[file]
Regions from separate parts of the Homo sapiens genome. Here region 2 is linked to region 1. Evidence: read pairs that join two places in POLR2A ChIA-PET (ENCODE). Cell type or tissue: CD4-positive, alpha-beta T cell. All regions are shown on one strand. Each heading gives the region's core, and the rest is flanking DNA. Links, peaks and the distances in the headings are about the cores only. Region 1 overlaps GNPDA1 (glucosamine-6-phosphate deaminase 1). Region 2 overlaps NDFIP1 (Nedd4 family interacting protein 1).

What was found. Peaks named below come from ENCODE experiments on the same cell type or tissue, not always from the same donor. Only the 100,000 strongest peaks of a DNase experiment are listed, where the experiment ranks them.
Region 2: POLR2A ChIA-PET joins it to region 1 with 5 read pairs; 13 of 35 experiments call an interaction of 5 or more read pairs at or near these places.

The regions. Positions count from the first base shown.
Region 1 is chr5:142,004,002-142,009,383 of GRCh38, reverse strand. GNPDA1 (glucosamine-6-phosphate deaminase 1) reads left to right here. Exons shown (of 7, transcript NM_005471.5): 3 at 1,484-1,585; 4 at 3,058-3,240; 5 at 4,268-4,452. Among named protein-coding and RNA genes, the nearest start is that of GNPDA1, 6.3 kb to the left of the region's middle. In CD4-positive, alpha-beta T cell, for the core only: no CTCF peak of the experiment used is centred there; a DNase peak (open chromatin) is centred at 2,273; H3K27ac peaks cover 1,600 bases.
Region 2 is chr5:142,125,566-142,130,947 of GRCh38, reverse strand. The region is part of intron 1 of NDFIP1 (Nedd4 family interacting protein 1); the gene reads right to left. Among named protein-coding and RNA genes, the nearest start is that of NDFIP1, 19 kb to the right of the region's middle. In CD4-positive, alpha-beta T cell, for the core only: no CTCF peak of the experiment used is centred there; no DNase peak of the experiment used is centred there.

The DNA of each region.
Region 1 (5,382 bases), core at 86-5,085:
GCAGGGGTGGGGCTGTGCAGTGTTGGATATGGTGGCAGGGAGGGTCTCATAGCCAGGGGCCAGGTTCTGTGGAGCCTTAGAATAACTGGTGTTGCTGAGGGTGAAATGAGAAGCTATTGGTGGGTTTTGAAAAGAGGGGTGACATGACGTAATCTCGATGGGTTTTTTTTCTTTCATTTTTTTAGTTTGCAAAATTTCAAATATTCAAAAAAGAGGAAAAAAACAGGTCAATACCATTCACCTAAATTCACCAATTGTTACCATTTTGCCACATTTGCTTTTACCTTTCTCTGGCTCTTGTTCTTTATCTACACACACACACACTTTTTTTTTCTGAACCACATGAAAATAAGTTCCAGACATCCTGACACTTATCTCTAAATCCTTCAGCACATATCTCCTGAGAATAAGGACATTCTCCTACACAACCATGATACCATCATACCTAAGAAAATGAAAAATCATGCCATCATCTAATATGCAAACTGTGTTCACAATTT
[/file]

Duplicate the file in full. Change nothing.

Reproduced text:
Regions from separate parts of the Homo sapiens genome. Here region 2 is linked to region 1. Evidence: read pairs that join two places in POLR2A ChIA-PET (ENCODE). Cell type or tissue: CD4-positive, alpha-beta T cell. All regions are shown on one strand. Each heading gives the region's core, and the rest is flanking DNA. Links, peaks and the distances in the headings are about the cores only. Region 1 overlaps GNPDA1 (glucosamine-6-phosphate deaminase 1). Region 2 overlaps NDFIP1 (Nedd4 family interacting protein 1).

What was found. Peaks named below come from ENCODE experiments on the same cell type or tissue, not always from the same donor. Only the 100,000 strongest peaks of a DNase experiment are listed, where the experiment ranks them.
Region 2: POLR2A ChIA-PET joins it to region 1 with 5 read pairs; 13 of 35 experiments call an interaction of 5 or more read pairs at or near these places.

The regions. Positions count from the first base shown.
Region 1 is chr5:142,004,002-142,009,383 of GRCh38, reverse strand. GNPDA1 (glucosamine-6-phosphate deaminase 1) reads left to right here. Exons shown (of 7, transcript NM_005471.5): 3 at 1,484-1,585; 4 at 3,058-3,240; 5 at 4,268-4,452. Among named protein-coding and RNA genes, the nearest start is that of GNPDA1, 6.3 kb to the left of the region's middle. In CD4-positive, alpha-beta T cell, for the core only: no CTCF peak of the experiment used is centred there; a DNase peak (open chromatin) is centred at 2,273; H3K27ac peaks cover 1,600 bases.
Region 2 is chr5:142,125,566-142,130,947 of GRCh38, reverse strand. The region is part of intron 1 of NDFIP1 (Nedd4 family interacting protein 1); the gene reads right to left. Among named protein-coding and RNA genes, the nearest start is that of NDFIP1, 19 kb to the right of the region's middle. In CD4-positive, alpha-beta T cell, for the core only: no CTCF peak of the experiment used is centred there; no DNase peak of the experiment used is centred there.

The DNA of each region.
Region 1 (5,382 bases), core at 86-5,085:
GCAGGGGTGGGGCTGTGCAGTGTTGGATATGGTGGCAGGGAGGGTCTCATAGCCAGGGGCCAGGTTCTGTGGAGCCTTAGAATAACTGGTGTTGCTGAGGGTGAAATGAGAAGCTATTGGTGGGTTTTGAAAAGAGGGGTGACATGACGTAATCTCGATGGGTTTTTTTTCTTTCATTTTTTTAGTTTGCAAAATTTCAAATATTCAAAAAAGAGGAAAAAAACAGGTCAATACCATTCACCTAAATTCACCAATTGTTACCATTTTGCCACATTTGCTTTTACCTTTCTCTGGCTCTTGTTCTTTATCTACACACACACACACTTTTTTTTTCTGAACCACATGAAAATAAGTTCCAGACATCCTGACACTTATCTCTAAATCCTTCAGCACATATCTCCTGAGAATAAGGACATTCTCCTACACAACCATGATACCATCATACCTAAGAAAATGAAAAATCATGCCATCATCTAATATGCAAACTGTGTTCACAATTT